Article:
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Even an intense British winter cannot dissuade paratroopers from preparing for their role as the British Army's rapid reaction force.
In the depths of a Northumbrian winter, soldiers from 2nd Battalion The Parachute Regiment (2 PARA) are braving the snow to take part in Exercise Eagle’s Nest at Otterburn Ranges.
The two-week-long training, which began last week, is designed so that troops can practise live firing, manoeuvring across hostile countryside, working with fire support from artillery and helicopters, and living in the field for prolonged periods.
From May the 2 PARA Battle Group takes on the role as the lead unit in the Airborne Task Force (ABTF), with the unit’s airborne infantry bolstered by artillery, engineers, medics and logisticians from 16 Air Assault Brigade.
The ABTF is ready to deploy anywhere in the world at short notice to conduct the full range of military operations, from non-combatant evacuation operations to war-fighting.
After deploying from their base in Colchester, the training began in earnest last Wednesday with a daylight attack by the full 600-strong battle group, supported by fire from Scimitar armoured reconnaissance vehicles and 105mm light guns and 81mm mortars.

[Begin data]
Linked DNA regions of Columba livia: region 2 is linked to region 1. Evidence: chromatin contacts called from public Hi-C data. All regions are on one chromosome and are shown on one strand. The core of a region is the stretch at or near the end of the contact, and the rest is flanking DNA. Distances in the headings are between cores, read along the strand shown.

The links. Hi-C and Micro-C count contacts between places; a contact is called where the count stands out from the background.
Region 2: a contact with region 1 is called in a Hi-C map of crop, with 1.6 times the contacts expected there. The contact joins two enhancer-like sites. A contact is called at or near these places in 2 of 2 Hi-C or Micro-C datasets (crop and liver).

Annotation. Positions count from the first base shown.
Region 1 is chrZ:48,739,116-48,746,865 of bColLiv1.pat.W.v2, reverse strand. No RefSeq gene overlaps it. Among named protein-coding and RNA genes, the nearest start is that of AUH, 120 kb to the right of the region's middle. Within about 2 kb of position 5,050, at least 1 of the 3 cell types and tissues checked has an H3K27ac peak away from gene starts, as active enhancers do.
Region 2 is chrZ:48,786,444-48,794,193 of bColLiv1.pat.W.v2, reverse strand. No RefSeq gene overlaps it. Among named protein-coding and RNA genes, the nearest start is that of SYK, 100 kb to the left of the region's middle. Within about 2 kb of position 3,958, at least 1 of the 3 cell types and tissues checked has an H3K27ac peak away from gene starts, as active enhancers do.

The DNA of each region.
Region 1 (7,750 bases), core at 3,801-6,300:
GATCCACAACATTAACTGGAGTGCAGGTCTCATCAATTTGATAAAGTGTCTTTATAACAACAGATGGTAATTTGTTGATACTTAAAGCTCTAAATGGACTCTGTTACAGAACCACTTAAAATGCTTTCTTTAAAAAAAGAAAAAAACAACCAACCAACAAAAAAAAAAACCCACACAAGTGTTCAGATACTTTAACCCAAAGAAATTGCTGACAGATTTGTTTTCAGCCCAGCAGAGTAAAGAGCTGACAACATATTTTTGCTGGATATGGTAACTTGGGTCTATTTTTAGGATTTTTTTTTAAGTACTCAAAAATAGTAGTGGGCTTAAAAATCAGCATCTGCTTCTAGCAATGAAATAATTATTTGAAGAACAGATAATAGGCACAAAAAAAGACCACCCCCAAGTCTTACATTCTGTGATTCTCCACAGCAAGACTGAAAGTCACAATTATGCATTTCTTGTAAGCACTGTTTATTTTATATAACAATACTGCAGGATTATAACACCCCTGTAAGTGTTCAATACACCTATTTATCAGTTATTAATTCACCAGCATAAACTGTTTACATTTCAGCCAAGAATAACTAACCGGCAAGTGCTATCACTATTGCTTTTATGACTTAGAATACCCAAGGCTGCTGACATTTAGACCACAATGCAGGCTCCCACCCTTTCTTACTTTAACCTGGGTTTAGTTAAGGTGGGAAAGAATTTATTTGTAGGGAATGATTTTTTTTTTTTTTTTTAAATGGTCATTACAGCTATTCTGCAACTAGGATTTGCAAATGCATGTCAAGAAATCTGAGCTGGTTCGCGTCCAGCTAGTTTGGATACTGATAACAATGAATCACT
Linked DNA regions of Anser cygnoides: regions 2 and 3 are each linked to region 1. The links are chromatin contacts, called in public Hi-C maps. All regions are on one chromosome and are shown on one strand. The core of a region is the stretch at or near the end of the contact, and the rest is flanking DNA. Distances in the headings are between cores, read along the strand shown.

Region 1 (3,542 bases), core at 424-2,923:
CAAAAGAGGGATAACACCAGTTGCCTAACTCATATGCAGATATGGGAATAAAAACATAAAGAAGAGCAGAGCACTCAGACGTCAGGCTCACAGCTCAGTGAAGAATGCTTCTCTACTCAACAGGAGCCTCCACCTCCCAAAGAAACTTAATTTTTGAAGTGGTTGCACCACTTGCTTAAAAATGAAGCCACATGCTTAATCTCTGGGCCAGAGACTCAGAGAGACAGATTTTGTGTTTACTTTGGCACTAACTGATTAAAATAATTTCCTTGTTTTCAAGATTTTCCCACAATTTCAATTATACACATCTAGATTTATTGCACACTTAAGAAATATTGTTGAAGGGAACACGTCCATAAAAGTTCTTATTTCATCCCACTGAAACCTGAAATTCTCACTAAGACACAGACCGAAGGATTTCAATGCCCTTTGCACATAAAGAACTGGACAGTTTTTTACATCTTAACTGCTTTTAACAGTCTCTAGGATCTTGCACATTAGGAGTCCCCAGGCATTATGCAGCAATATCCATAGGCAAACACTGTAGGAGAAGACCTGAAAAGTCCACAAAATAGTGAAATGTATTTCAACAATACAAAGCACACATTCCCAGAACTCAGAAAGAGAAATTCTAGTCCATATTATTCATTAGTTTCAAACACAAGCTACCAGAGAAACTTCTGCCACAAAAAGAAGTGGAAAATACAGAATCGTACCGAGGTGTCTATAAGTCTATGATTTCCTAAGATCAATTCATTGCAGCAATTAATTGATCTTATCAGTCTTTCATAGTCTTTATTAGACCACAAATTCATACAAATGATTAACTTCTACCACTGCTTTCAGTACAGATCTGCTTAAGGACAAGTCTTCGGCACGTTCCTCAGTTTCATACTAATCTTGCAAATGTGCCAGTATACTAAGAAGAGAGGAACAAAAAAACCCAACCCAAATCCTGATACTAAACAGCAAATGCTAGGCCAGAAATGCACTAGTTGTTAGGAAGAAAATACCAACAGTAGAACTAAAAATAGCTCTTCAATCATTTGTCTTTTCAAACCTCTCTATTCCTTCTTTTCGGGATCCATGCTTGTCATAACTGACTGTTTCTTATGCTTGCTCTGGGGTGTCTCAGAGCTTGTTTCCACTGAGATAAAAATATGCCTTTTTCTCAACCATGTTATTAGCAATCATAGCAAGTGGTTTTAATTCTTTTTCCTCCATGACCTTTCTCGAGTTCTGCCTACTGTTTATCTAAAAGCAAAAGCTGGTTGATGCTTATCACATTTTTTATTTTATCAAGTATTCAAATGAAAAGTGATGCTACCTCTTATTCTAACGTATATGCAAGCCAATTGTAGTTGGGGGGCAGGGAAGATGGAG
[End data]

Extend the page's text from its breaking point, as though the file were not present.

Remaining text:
The firepower brought to bear during the attack matches the heavy weaponry that the 2 PARA Battle Group would have in support during the early phases of an ABTF operation.
During the exercise, troops will also carry out a night attack and helicopter raids. The soldiers are living in the field throughout, carrying all the equipment and supplies they need to live and operate in Otterburn’s harsh climate and rough landscape.
The training finishes with a 50-mile tab - a fast march carrying equipment - from the ranges to RAF Spadeadam.
The Commanding Officer of 2 PARA, Lieutenant Colonel Adam Dawson MC, said:
From my perspective, Exercise Eagle’s Nest is where the battle group comes together and begins to demonstrate the significantly enhanced capability delivered by combined arms operating in concert.
The relatively harsh environment of Otterburn in winter, combined with living out of the field in an expeditionary style, offers a great opportunity to re-zero our basic fieldcraft.
Working with helicopters throughout the exercise is a key skill to develop as we build towards a credible and capable force held at very high readiness.
This is the start of a demanding three-month training period which will prepare the battle group for the full spectrum of tasks that we may face as we take on the ABTF role.
16 Air Assault Brigade is the British Army’s largest brigade with 7,400 soldiers, combining the speed and agility of airborne and air assault troops with the potency of Apache attack helicopters.
The brigade deployed to Afghanistan between October 2010 and April 2011 and since its return to the UK has focused on a number of commitments, most significantly its core role as the ABTF, ready to deploy on operations anywhere in the world at short notice.